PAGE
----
I offered those gullible students some really great business advice like: if your store becomes successful, don’t let your 83 year-old senile Grandfather become the floorwalker, as he is libel to make people nervous. Or, never rent the former premise of Marvel Beauty School, as it’s going to take awhile to get the perm smell out of the place. Remember if a Chinese restaurant next door has a fire, you are most certainly going to deal with a lingering smell, and a wall full of water pockets. Some how I related to them that a burgeoning store owner uninterested in their customers was like a sad mime, and then went off on a tantrum on how I hated mimes. Anyway, the rent was right, and so began Flash Cadilac in 1974 on a budget of $1500.

Who else would instruct these young impressionable business students that making a big sale was like stages of phone sex I asked myself? I believed I described it as, “getting in there quietly, and building the momentum until you get that big orgasmic sale.” Explaining to them that my initial customers were from the gay community, the Rocky Horror crowd, and strippers from Pandora’s Box made their mouths drop. Never become a statistic I said.

I advised one young man that his dreams of opening a chain of stores should be dashed unless he had a relative in each town. The staff in my Toronto Yonge Street store were dealing drugs out of the store at 3 am and even my alarm system wasnt catching them. I lamented how business gets tough, and the only way I could sell things after the Rideau Centre opened, was if people could smell I was losing my shirt on Betsey Johnson apparel.

The most important message I repeated three times: even if you rent from family get a lease, and ads saying “find me behind the yellow line” really means I am truly behind a yellow duct tape line.

No matter what I went through, I stressed my customers throughout the years were my family, and we became a community. I always encouraged my fellow local business people, and never trashed local musicians that made it big like Alanis Morisette. Insisting, after a local backlash, complete with stickers, that said we had to “give the bitch a break”.

I never gave up, never became mainstream, and never looked back. If you can’t be true to yourself and like what you sell—well, what’s the use? Never ever regret what you do! Before they opened a business I said in closing, do research, make sure your finances are in check, study hard and graduate, and always believe in yourself. In my best Yoda voice I smiled at them and said:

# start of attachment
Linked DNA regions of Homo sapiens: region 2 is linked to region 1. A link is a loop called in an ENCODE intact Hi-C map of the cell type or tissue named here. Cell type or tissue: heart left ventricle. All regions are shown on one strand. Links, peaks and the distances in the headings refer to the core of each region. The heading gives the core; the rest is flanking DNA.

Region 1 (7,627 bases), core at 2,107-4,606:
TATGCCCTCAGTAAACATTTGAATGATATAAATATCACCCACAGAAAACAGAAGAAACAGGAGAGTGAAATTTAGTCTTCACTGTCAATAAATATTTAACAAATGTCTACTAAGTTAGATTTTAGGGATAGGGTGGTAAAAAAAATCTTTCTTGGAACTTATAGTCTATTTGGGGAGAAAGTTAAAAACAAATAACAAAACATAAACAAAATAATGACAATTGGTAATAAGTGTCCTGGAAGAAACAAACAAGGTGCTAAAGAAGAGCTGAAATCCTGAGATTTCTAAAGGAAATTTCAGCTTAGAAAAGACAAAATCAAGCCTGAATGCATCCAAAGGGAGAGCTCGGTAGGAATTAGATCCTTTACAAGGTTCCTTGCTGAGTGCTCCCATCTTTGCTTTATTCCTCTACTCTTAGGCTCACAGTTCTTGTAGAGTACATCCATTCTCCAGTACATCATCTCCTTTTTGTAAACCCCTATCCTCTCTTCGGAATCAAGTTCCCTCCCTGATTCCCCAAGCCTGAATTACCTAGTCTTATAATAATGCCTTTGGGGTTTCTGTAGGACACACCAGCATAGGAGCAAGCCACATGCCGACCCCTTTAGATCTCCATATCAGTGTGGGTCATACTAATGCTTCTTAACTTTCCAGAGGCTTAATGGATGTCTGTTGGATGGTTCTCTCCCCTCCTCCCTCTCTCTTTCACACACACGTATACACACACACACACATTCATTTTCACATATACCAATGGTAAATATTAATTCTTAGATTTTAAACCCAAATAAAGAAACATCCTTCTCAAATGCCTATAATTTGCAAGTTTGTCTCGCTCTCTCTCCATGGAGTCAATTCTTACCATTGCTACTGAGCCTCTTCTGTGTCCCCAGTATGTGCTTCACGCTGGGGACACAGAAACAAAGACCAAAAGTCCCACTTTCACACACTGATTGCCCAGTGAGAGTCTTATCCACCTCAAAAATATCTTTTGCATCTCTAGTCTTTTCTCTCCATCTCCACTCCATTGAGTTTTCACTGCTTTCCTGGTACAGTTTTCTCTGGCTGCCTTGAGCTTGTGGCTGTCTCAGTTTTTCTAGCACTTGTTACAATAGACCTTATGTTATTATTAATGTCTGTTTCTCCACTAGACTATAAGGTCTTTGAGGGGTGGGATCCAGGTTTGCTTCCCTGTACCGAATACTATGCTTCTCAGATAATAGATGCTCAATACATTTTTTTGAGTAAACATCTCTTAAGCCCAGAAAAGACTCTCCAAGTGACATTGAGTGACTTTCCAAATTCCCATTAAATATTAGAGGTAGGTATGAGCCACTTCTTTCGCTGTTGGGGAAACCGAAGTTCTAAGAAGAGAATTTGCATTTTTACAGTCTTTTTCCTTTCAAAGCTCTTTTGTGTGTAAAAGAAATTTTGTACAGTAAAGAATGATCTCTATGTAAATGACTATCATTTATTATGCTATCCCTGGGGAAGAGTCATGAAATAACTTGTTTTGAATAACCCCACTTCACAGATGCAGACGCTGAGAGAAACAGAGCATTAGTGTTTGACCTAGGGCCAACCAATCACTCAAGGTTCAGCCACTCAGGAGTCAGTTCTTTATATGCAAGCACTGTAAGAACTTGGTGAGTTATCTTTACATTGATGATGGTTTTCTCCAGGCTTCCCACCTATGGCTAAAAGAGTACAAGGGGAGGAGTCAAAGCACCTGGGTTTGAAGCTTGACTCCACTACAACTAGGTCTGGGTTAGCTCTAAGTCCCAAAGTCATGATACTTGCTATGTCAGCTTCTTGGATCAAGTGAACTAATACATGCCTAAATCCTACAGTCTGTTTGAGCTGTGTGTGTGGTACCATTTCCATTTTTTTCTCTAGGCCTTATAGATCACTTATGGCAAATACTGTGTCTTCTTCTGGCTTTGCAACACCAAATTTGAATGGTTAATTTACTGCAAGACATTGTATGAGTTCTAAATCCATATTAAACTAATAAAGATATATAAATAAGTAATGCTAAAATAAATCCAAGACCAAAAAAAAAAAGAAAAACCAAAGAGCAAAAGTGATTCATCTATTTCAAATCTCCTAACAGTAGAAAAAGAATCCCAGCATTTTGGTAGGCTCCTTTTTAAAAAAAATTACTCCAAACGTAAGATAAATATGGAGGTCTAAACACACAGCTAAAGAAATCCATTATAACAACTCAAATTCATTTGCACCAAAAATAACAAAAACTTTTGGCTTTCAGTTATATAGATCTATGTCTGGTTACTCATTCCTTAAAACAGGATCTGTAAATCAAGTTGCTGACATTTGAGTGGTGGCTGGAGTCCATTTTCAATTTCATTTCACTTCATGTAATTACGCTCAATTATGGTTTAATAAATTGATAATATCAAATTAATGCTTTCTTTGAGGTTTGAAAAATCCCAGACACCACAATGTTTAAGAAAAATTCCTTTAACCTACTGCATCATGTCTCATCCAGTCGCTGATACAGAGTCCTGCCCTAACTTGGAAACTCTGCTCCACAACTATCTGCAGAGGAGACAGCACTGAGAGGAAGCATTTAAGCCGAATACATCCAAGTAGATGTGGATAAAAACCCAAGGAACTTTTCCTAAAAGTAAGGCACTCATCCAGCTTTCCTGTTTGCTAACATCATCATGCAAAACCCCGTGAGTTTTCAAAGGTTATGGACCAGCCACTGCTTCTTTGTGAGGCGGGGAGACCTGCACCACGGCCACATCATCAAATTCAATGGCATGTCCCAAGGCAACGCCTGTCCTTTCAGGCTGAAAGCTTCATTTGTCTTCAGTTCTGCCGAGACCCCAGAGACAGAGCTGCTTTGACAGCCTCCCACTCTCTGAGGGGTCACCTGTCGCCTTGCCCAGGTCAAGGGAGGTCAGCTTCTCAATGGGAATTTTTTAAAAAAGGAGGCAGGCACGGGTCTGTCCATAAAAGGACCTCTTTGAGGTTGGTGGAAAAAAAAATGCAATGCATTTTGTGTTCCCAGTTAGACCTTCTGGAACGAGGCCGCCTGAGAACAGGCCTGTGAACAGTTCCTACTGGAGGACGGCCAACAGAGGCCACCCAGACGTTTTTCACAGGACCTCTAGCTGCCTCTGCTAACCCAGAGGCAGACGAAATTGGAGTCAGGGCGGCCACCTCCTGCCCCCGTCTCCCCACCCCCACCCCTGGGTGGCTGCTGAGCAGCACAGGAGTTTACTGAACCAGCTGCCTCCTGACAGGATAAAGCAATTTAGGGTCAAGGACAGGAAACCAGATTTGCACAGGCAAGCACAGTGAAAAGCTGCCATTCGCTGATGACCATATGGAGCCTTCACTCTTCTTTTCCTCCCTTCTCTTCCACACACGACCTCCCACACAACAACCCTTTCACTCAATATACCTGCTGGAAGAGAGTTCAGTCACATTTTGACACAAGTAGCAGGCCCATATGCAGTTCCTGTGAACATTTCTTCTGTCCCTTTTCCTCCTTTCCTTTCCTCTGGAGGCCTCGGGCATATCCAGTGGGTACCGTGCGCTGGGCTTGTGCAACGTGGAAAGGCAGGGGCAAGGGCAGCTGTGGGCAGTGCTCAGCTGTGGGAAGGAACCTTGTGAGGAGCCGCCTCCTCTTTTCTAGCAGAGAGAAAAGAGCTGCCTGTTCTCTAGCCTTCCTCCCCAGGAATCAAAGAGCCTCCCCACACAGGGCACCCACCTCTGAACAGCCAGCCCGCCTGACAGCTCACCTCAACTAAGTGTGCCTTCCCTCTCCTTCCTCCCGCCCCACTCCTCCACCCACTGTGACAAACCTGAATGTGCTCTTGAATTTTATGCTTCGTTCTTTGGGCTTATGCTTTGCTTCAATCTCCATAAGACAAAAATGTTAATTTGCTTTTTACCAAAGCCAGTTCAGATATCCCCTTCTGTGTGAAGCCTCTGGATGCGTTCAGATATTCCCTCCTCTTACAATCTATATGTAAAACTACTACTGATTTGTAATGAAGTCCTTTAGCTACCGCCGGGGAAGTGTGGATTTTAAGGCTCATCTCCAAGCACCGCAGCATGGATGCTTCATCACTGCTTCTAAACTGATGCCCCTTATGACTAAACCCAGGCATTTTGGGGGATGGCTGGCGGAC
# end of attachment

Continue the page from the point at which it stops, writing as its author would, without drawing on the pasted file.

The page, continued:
“Adventure, excitement-a Jedi seeks not these things.”

Because of Dan and the public response on the Facebook group “Lost Ottawa” I decided to reminisce about Flash Cadilac in words. In years past I would not go near any mention of the store as it hurt too much to go down memory lane. It’s amazing how you get into a mindset that what you did for decades had nothing to do with you, but in reality, it will always be part of Ottawa’s fashion history.

Mini Memories of Retail Stores, Au Bon Marche, Liberty Stores, Orientique, and Flash Cadilac 1976

Mini Memories of Retail Stores, Au Bon Marche, Liberty Stores, Orientique, and Flash Cadilac 1976

David Ellis–Downtown Sherbrooke’s Au Bon Marche at the corners of King & Grandes-Fourches Streets in the 1960’s

Liberty stores in Ottawa came to Ottawa from the Eastern Townships in Quebec.

Another person I owe who I am today is the late Morty Vineberg from Au Bon Marche in Sherbrooke, Quebec. I learned the retail trade from the bottom up from him, and to this day, if there is a spot for just 50 items, and I have 300; I can whip that into shape as fast as you can say “bargain designer clothes”. In those days you took pride in your work, listened and worked hard, and you learned from those that knew.

How do you explain to kids today that’s how life was? You don’t– you had to be there.


Memories of Au Bon Marche in Sherbrooke. 1969? –This was an ad for the Sherbrooke Daily Record for Au Bon Marche..Me on the left and the other model on the right– my fellow friend and Au Bon Marche employee Pauline. Worked at Le Chateau and manager of The Knack in the store. Where do those years go? Miss my Sherbrooke years and Au Bon Marche. Cherish what you have today because they disappear..

1982 flood in Sherbrooke Quebec . Le Chateau was part of Au Bon Marche as you can see the Le Chateau sign on the building.

It was 1972, and I was being transferred from Au Bon Marche in Sherbrooke, Quebec to their new Liberty Stores in the old Bingo Palace just after the Cummings Bridge in Ottawa — which connected Rideau Street to Montreal Road in Vanier. The Vinebergs, who were the owners, were taking a big chance on opening that store as gossip said Ottawa people did not cross the bridge into Vanier.